Brookville graduate wins CMA award for Touring Musician of The Year
LYNCHBURG, Va. (WSET) - A Brookville High School graduate is a small town boy who made his big town dreams a reality by winning a 2017 CMA Touring Award.
Nathan Barlowe, a Brookville High School graduate class of '91, reflects on his more than 25 years "edge of success" journey in the country music industry.
"I always felt like I stood out [growing up in Lynchburg]," said Barlowe, but he felt right at home at Billy Shears Hair Salon because, as he says, "the hip environment filled with artsy people." At one point growing up, he wanted to badly work there.
At 14-years-old, Barlowe would host concerts at a local teen-spot that attracted a large audience in the community and perform both covers and original songs in front of people that were willing to listen to him to his prepared set list.
Fast forward to his later teen years, after one semester at Liberty University (LU), Barlowe decided to change his life and realized music was his true passion since he was 14-years-old performing in the community.
"I met these two guys at LU and we started a band called, Reality Check," said Barlowe. The rap group placed 1st at the 1996 Gospel Music Association National Talent Competition that landed the local Lynchburg band in Nashville, Tn. with a record deal.
However, Barlowe felt he needed to transition into what a genre that Luna Halo offered. Fortunately, they were a hit at music festivals across Europe capturing the attention between 20 to 30,000 people. Their genre was a fusion of hip-hop and rock with a sound comparable to the well-known, rock band, The Killers.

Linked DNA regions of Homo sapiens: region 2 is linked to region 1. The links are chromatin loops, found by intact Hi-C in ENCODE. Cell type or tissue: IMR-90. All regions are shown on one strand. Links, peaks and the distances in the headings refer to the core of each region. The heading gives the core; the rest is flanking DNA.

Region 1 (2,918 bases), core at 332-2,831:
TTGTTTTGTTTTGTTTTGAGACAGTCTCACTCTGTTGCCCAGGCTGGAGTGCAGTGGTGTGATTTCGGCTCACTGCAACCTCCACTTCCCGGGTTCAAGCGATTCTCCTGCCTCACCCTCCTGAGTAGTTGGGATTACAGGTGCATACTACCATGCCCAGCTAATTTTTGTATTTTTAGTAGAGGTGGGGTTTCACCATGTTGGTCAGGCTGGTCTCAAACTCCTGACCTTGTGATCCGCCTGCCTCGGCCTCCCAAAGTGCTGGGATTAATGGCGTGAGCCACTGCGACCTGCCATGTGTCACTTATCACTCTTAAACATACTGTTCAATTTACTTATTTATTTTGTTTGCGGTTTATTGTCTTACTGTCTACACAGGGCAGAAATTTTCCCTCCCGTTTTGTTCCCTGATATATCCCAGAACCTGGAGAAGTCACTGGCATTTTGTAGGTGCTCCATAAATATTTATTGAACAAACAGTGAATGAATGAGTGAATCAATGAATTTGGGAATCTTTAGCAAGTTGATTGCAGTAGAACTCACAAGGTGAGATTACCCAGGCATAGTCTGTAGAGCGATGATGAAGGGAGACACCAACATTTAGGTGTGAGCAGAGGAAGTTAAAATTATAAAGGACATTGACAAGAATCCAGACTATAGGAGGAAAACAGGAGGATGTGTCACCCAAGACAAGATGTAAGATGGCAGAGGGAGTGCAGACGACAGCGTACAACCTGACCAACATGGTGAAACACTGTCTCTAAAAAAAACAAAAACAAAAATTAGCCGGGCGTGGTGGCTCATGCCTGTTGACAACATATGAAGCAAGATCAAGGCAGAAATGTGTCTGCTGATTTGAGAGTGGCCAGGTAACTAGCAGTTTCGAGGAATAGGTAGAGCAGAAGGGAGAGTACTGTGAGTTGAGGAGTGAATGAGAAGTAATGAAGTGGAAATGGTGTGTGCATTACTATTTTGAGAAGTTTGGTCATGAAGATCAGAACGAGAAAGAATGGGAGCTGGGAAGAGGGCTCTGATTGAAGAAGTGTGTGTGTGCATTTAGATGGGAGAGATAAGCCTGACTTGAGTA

After touring several times in Europe, Barlowe felt he wanted to pursue another genre by moving forward from Christian music thus the existence of the rock band, Luna Halo in 1999.
"Nothing against religion, I just wanted to be more free to write about other subjects that I felt I couldn't do if I continue to stay writing Christian music," said Barlowe. He continue to say, "Life catches faster than you can move. It doesn't become sustainable because people end up with other life responsibilities."
Although the Lynchburg local has been living in Nashville since 1996, he says he didn't appreciate country music around 10 years ago and that living in the capital of country music has helped him grow a love for the genre.
"It was a gradual love and I joke with people, who were in the same position as me, by saying that 'it would get us one day. I'm extremely happy that it's turned out that way," said Barlowe. "I also credit my times with my grandpa who would drive around in his truck in North Carolina playing country music out of his 8-track player."
But, it wasn't success after success in Barlowe's life as a country music artist. With only $500 in his account, he moved from his family's home to Nashville to figure out how he was going to make his dreams come true. His mother was worried, but he knew there were going to be expected moments of adversity he had to overcome.
Barlowe was living, at the beginning of his time, in a two-bedroom apartment with 6 guys in bunk beds. He even found paying $100 rent was a lot at times for someone who was trying to break into the business at 20-years-old.
Now, he is performing side-by-side on stage with legendary country music artist, Keith Urban after joining in 2016. Nathan has written songs for several known artists like Steven Tyler from Aerosmith and so forth.
In January 2018, Nathan won the CMA Award for Touring Musician of The Year. He invented an instrument he dubbed "The Phantom", which is an electronic sampling machine that is played like a keyboard.
The Brookville High School graduate is looking forward to the world tour starting in June of this year that will take him to distant places like Canada and New Zealand.
"[Keith] is the kindest person I've ever met. He's an incredible musician and boss in the industry and takes care of his band and their family. It is an honor to take the stage with him every night," said Barlowe.
His final thoughts to those who want to take a page out of his many lessons in breaking into the country music industry are three things: "some kind of talent, you have to prepare and you gotta have luck by making yourself available by showing up to events where important people are."